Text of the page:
WrestleMania: 25 Years, 25 Greatest Matches (Part 1)

In a little over two weeks, WrestleMania 26 will take place from the University of Phoenix Stadium in Glendale, Arizona. This year’s event will be 25 years after the original WrestleMania emanated from Madison Square Garden in front of a capacity crowd and a closed circuit television audience around America. To celebrate the real silver anniversary of the biggest wrestling show on the planet, we are counting down the 25 best matches to grace the squared circle at the granddaddy of them all.

Today, we start with #25 and count down to #16.

#25 Undertaker vs. Ric Flair (WrestleMania X8)

What happens when two legends of the ring get together in a very personal matchup? You get a nostalgia match that included a few fan pleasing moments. The story was that Flair cost Taker a match against The Rock. In retaliation, Taker challenged Flair to a match and beat down his family members until he accepted. Both men got their finishers in during the match. Hell, even Arn Anderson showed up to backup his best friend and managed to throw a spinebuster during the dustup. It may be ranked the lowest on this list but there were a hell of a lot more matches that it did beat.

Click here for part two.

#24 The Ultimate Warrior vs. Randy Savage (WrestleMania VII)

When you think back to the glory days of wrestling in the late ’80s and early ’90s, there were only two heroes that held the title besides Hulk Hogan were Warrior and Savage. By the time this match took place, Savage was back to being the bad guy after feuding with Hogan over Miss Elisabeth. While Savage held the title only to give Hogan time to film No Holds Barred, Warrior’s title run was supposed to be a passing of the torch. Suffice to say, Warrior failed on that but it’s not like Vince and Hogan did him any favours. Anyway, after Savage cost Warrior the title at the Royal Rumble, they had a career-ending match at WrestleMania. Kudos to Savage for being able to pull out one of the best matches Warrior ever had.

(Sorry, we couldn’t find the full video of this match. When we find it, we’ll post it here.)

#23 Brock Lesnar vs. Kurt Angle (WrestleMania XIX)

I’m going to make a bold statement on this one: I didn’t think it was a terribly good match. Kurt Angle is a great wrestler but he’s very hit and miss when it comes to matches. If he wrestles with someone who grasped the basics of storytelling in a match, he steals the show. Lesnar, however, was never much of a mat tactician so I thought this one was a relative dud. The match did have a very spectacular and memorable spot when Lesnar attempted a Shooting Star Press and landed on his head. How he didn’t break his damn neck, I’ll never know. And now he’s in the UFC and is the Heavyweight Champ there too. No backflips there, though.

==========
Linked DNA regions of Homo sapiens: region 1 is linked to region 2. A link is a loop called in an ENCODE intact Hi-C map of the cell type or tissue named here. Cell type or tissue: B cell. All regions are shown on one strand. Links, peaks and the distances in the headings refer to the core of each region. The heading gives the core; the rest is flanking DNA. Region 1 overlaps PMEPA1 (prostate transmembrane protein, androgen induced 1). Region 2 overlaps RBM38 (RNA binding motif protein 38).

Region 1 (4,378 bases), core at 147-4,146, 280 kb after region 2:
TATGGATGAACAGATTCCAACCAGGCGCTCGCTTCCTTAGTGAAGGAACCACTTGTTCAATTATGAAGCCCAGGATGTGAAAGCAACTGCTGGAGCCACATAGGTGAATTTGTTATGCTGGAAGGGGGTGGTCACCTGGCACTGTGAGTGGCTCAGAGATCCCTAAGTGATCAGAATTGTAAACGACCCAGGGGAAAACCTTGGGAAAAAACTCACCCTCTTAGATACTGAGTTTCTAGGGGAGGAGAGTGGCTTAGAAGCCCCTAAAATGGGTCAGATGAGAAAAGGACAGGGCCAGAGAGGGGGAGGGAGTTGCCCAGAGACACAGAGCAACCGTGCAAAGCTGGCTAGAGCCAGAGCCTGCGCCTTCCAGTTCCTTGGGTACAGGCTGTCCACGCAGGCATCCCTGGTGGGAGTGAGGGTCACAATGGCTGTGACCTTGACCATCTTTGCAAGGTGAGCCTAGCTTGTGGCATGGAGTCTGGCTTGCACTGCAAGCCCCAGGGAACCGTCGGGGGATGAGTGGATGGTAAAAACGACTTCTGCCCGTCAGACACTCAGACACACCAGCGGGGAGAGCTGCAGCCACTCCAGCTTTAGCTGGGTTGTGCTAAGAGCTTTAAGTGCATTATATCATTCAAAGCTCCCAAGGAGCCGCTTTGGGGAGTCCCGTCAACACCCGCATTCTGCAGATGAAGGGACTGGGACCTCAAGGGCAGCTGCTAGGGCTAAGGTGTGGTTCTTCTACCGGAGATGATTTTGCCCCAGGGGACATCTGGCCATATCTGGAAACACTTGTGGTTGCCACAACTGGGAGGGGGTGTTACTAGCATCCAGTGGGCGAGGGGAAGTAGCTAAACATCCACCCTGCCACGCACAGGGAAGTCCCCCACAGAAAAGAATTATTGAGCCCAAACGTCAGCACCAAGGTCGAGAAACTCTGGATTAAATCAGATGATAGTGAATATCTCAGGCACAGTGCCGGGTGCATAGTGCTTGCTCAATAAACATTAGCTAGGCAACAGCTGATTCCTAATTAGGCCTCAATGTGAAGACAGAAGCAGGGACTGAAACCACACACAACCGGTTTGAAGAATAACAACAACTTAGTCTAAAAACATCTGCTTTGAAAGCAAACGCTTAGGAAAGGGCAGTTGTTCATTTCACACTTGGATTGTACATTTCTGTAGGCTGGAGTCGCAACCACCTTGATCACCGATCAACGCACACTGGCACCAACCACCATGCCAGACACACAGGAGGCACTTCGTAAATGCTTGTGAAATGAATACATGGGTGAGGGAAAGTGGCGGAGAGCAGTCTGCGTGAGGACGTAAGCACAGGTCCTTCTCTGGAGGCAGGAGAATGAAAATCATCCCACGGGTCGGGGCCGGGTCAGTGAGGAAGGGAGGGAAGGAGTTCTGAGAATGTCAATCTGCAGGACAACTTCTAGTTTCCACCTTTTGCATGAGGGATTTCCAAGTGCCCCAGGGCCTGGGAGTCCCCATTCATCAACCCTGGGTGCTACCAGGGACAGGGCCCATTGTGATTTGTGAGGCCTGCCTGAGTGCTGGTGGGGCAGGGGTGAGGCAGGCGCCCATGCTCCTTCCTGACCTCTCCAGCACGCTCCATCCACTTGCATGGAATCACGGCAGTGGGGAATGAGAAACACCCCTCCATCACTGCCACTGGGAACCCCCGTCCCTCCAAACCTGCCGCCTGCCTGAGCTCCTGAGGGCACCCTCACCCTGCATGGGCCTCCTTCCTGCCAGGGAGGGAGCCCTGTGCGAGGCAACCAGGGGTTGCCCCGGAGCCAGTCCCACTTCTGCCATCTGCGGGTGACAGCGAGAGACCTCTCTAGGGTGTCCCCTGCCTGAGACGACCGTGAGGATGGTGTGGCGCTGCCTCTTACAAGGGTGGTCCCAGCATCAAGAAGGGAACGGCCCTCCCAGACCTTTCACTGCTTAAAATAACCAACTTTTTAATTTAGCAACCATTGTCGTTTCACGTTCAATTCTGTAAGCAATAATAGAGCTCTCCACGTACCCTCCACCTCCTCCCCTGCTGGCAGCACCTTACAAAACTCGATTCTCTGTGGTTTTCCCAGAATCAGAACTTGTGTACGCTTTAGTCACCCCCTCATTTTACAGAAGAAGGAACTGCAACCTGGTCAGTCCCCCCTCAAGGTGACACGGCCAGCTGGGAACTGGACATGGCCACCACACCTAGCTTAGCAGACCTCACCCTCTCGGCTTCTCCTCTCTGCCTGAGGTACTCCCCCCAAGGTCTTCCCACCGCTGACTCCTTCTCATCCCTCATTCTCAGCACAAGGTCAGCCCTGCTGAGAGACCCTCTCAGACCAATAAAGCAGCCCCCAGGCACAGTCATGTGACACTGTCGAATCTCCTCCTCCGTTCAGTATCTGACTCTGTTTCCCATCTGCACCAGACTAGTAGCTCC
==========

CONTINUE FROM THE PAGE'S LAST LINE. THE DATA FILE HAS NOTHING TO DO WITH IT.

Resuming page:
Click here for part two.

#22 Edge vs. Mick Foley (WrestleMania 22)

In his time in the WWE, Mick Foley never had what he would call a “WrestleMania moment.” At least, that was the story heading into this match. He’d been in a couple of matches and reffed a couple of others but never had a real noteworthy WrestleMania moment. The two ended up feuding after Foley was the ref for a match Edge lost. The result was a “Hardcore Match” that, while being a series of neat spots rather than a classic match, provided a memorable moment for everyone that watched the finish of this match. Oh, and Joey Styles is awesome in this match too.

#21 Hulk Hogan vs. Vince McMahon (WrestleMania XIX)

This solid, if unspectacular, street fight had some decent moments. There was McMahon’s leg drop off the ladder and through the announce table on Hogan. The finish was a classic Hogan hulk-up that was punctuated by the face that both men were bleeding profusely. But the real story of the match was the story behind the match. Fans had expected some sort of showdown between McMahon (who claims to have created Hulkamania and that he could have done it with anyone) and Hulk Hogan (who is the biggest star in the world and brought his fame to WCW where he nearly drove Vince out of business). All that history made for a match that would have been just as interesting had it been five minutes instead of 20. Also, this match’s story would seem awfully familiar to anyone who’s checked who Vince is battling at WrestleMania XXVI.